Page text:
(CEEBill) which I introduced into parliament as a Private Members' Bill
last September. It now has the support of nearly 100 MPs from eight
different parties. Our climate law desperately needs updating to reflect
the latest science, to take account of the ecological crisis as well as
climate, and to give people a meaningful say in the transition to zero
carbon emissions. You can read my speech here [4].


I had a chance to talk about the CEE Bill in a question and answer session
with students from a number of secondary schools in Brighton and Hove. The
city's two Labour MPs and I were joined by a Conservative councillor from
BHCC, and fielded questions on everything from how young people can best
make a difference to why we can't have better waste recycling in the city
(Answer: because previous administrations locked us into a 30-year PFI
contract with Veolia which we can't break without forfeiting over £200m).
It was inspiring to hear how committed so many of the students were to
pushing for strong action on the climate emergency. 2021, when the UK will
be hosting a major UN climate summit, is the year when fine words need to
urgently translate into bold action.


The Dasgupta Review was commissioned by the Treasury to look at the
relationship between economic growth and the protection of nature, and it
published its report this month. Professor Dasgupta's conclusions were
hard-hitting: GDP is totally unsuitable for judging the progress of
economies over time. Yet it remains the fixation of the Treasury, and my
attempts to persuade the Government to move towards different measures of
progress, via an amendment to the Environment Bill, weren't successful. I
wrote about the Review and about how we cannot afford to go on pursuing
economic growth regardless of the cost to nature in my column in Metro [5].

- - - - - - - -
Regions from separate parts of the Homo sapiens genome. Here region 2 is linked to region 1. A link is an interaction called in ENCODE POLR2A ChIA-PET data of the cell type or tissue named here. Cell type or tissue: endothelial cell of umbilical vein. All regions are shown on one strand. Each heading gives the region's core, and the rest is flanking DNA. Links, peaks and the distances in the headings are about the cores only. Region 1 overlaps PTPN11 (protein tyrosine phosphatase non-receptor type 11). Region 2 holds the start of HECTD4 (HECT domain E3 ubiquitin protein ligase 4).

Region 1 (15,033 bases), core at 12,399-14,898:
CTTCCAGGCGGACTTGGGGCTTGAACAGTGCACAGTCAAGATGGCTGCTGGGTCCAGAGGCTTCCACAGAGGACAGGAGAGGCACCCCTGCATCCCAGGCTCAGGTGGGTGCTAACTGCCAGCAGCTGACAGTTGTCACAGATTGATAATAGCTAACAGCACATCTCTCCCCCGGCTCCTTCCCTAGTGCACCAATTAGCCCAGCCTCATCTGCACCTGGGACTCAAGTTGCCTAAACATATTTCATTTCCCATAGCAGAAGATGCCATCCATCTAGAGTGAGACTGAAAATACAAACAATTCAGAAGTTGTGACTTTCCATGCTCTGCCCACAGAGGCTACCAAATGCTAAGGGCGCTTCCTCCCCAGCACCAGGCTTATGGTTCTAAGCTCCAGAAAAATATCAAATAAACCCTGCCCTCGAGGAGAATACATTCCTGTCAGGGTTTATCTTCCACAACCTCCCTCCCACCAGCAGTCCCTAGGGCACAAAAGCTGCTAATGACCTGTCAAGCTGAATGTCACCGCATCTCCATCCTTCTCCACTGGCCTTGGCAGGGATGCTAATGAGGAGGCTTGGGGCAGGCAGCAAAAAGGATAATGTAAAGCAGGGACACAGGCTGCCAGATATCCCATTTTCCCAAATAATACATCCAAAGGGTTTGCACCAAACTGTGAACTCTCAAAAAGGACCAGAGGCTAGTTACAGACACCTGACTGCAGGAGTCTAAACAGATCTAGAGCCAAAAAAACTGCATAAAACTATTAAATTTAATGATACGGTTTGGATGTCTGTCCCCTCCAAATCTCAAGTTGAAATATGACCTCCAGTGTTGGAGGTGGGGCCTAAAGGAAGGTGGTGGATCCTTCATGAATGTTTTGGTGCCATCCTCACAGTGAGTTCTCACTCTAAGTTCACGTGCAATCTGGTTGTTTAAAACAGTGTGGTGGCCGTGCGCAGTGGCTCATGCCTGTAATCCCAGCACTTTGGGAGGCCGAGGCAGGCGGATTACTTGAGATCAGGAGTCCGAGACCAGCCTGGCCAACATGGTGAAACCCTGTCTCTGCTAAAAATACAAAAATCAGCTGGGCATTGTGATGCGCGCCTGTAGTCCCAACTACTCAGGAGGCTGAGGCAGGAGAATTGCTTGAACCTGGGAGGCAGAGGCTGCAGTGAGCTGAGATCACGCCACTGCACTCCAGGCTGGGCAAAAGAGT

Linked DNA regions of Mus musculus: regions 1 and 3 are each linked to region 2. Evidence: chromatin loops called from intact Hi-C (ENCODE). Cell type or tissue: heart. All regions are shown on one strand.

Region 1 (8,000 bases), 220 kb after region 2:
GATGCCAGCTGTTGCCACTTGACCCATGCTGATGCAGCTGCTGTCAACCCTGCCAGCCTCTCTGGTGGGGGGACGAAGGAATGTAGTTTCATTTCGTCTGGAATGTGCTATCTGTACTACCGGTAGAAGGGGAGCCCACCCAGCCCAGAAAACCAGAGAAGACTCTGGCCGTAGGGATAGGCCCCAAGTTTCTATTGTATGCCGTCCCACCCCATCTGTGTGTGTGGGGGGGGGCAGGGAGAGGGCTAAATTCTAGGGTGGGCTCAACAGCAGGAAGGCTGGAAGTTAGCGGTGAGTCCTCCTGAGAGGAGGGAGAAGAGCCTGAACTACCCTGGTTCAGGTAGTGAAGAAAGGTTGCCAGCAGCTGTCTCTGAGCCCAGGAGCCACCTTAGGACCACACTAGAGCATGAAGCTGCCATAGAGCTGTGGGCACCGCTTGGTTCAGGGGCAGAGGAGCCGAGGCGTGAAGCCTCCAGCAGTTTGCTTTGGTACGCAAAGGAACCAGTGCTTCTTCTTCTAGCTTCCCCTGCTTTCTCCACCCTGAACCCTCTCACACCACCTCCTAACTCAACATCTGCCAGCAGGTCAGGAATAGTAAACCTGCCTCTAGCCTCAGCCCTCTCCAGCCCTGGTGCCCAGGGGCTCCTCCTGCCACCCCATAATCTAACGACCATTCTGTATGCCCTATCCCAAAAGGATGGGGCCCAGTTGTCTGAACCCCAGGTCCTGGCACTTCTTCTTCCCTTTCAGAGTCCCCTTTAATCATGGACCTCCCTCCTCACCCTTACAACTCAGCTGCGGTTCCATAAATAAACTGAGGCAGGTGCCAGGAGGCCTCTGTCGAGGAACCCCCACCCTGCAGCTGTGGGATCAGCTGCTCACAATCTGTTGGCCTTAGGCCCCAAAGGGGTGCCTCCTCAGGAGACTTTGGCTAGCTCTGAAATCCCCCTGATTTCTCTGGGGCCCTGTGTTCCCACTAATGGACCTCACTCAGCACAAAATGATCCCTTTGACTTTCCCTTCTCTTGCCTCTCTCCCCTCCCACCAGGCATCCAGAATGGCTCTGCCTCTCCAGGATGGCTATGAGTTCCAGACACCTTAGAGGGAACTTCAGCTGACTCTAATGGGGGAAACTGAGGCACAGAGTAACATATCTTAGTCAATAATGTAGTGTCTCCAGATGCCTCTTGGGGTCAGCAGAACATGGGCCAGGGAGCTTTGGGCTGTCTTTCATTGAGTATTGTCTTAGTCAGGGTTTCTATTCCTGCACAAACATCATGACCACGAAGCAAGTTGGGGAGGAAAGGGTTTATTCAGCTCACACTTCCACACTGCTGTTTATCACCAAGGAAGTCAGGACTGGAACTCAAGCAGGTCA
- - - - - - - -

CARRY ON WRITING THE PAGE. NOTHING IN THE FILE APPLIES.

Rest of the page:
The Trade Bill has been working its way through Parliament - I've written
about many of its shortcomings in previous newsletters. When it came back
to the Commons last week, I gave my support to an attempt to amend the
Bill, giving judges in this country the power to determine whether genocide
is happening, rather than waiting for the international court, which is so
often blocked by vested interests. The amendment was triggered by the
terrible repression being suffered by the Uighurs and other Muslim
minorities in north west China, including forced sterilisation, slave
labour, the splitting up of families and the detention of a million people
in sinisterly-named "re-education camps". I wrote about why this amendment
is so important in the Independent. [6] There was a long list of MPs
wanting to speak in the debate, and sadly I wasn't reached this time. The
amendment was lost by 15 votes. But the fight goes on against the
Government's refusal to stand up to this evil.

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Contacting Me

If you are a local resident and need help with case work or to find out more about my activities locally please do contact me at the office of: Caroline Lucas MP, Brighton Media Centre 15-17 Middle Street, Brighton BN1 1AL.
Tel: 01273 201 130. Email: [email protected]

I hold regular surgeries across the constituency. If you would like to book an appointment at a forthcoming surgery please call Liz Collis on 01273 201130.
She coordinates my constituency office and is able to help with most local enquiries.

If you would like to know about my parliamentary work please get in touch at the House of Commons, London SW1A 0AA.
Tel: 020 7219 7025. Email: [email protected]

You can also keep up to date with my news on:

Twitter: @carolinelucas

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My Website: